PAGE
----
This thesis introduces a class of algorithms for modeling biological patterns with branching (tree-like) and network (with loops) topologies. The key idea behind these algorithms is the marking and subsequent colonization of empty space. Models are formulated in terms of iterative geometric operations on sets of points representing the elements of the pattern and markers of free space. This concept is formalized as the space colonization algorithm.
The practical value of this approach is demonstrated by modeling the architecture of trees and vasculature in plants. Trees are modeled using markers of empty space to mediate competition between branches. When vascular patterns are modeled, the markers of empty space represent sources of a vein inducing signal (auxin). Several algorithms are introduced to simulate vein development in a growing leaf blade. Additionally, a model simulating vasculature patterning in the stem is proposed and used to examine the relation between phylotaxis and stem vasculature.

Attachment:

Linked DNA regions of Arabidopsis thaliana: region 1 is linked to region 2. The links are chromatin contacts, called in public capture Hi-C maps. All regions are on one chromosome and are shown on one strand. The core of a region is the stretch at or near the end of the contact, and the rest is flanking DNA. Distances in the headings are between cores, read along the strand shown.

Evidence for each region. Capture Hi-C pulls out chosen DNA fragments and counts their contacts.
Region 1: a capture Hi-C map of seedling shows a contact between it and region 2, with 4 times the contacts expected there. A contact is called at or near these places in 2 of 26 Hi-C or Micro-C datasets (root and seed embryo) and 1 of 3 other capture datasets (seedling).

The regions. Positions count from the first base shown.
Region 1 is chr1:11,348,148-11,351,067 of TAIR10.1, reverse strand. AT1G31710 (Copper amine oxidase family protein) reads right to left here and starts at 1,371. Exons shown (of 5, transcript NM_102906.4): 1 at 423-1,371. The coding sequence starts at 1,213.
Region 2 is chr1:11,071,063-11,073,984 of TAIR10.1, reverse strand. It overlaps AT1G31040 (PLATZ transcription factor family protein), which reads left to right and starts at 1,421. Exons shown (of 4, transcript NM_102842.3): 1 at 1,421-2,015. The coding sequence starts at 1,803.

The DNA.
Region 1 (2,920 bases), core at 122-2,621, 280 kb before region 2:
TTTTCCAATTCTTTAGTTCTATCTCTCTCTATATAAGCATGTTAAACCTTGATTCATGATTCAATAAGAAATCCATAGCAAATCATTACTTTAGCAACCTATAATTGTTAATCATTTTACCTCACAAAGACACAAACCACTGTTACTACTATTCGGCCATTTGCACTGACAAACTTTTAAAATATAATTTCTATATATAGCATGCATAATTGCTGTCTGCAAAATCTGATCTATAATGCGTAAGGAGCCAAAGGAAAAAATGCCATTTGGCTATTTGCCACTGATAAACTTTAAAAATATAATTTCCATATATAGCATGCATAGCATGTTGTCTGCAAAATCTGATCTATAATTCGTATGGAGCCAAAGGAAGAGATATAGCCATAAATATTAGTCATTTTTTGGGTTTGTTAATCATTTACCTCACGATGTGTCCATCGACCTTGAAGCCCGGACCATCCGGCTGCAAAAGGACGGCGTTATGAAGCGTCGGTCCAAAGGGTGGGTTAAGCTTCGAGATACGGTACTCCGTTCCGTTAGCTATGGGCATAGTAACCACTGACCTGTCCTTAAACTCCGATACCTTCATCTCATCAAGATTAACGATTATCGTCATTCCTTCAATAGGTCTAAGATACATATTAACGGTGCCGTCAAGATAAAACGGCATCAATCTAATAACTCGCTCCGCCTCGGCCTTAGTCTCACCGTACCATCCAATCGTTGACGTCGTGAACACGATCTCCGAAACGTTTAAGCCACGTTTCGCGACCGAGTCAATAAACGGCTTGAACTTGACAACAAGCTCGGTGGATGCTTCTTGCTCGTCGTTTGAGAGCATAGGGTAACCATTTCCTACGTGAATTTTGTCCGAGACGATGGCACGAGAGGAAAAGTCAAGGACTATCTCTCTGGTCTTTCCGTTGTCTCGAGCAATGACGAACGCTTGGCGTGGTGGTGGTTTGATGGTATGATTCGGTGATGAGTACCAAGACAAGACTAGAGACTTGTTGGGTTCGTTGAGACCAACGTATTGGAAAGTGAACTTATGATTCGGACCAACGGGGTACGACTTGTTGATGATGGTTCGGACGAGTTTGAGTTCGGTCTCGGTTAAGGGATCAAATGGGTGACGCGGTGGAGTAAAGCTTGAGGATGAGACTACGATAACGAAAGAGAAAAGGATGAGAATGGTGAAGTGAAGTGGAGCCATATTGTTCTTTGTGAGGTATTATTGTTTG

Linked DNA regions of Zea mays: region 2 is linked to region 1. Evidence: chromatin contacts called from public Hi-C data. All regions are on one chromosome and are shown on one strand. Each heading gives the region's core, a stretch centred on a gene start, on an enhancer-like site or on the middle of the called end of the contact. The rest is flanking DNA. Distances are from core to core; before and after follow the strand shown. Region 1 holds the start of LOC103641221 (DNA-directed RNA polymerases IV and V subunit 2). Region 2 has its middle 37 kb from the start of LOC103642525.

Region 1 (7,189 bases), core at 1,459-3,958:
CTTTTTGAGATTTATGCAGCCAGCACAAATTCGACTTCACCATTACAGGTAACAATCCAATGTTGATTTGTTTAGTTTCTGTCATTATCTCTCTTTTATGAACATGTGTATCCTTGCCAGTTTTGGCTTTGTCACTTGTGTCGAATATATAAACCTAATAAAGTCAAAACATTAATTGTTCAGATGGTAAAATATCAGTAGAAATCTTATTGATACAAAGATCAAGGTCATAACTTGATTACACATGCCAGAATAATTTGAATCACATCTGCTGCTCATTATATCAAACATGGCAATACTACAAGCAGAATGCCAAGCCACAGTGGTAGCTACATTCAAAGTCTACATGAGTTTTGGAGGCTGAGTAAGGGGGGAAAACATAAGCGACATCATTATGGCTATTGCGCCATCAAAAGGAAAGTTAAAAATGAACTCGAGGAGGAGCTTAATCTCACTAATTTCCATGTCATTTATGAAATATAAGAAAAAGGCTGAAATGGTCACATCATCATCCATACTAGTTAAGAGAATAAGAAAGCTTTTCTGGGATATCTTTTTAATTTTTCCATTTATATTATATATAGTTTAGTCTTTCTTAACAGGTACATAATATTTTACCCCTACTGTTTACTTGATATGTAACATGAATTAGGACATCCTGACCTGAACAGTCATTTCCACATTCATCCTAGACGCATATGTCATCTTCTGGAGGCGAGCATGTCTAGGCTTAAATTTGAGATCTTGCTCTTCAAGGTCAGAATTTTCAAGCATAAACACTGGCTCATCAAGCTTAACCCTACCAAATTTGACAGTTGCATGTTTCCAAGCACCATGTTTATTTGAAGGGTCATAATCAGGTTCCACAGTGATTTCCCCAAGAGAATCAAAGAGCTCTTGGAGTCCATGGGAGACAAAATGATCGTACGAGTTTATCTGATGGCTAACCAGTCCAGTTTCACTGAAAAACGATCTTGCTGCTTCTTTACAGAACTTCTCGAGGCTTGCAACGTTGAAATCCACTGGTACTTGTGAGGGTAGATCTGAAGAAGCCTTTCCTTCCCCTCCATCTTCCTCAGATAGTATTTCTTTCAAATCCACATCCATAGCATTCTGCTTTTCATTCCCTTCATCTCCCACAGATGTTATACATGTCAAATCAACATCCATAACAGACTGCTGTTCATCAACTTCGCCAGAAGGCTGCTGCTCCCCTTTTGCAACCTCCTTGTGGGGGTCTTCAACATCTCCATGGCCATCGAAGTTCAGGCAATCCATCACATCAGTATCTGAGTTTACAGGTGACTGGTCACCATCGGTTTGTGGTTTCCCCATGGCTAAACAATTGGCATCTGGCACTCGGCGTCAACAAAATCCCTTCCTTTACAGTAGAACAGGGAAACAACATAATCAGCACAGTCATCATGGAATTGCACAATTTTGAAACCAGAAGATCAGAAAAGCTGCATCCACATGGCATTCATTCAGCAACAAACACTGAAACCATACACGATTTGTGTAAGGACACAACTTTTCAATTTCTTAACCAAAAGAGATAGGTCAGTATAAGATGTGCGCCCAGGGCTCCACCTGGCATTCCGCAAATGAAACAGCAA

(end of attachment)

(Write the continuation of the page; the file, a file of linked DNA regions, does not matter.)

The applications explored in this thesis demonstrate that a common mechanism, competition for space, is su?cient to recreate both the development of vascular patterns and the architecture of trees.
Adam Runions. Modeling Biological Patterns using the Space Colonization Algorithm. M.Sc. thesis, University of Calgary, January 2008.
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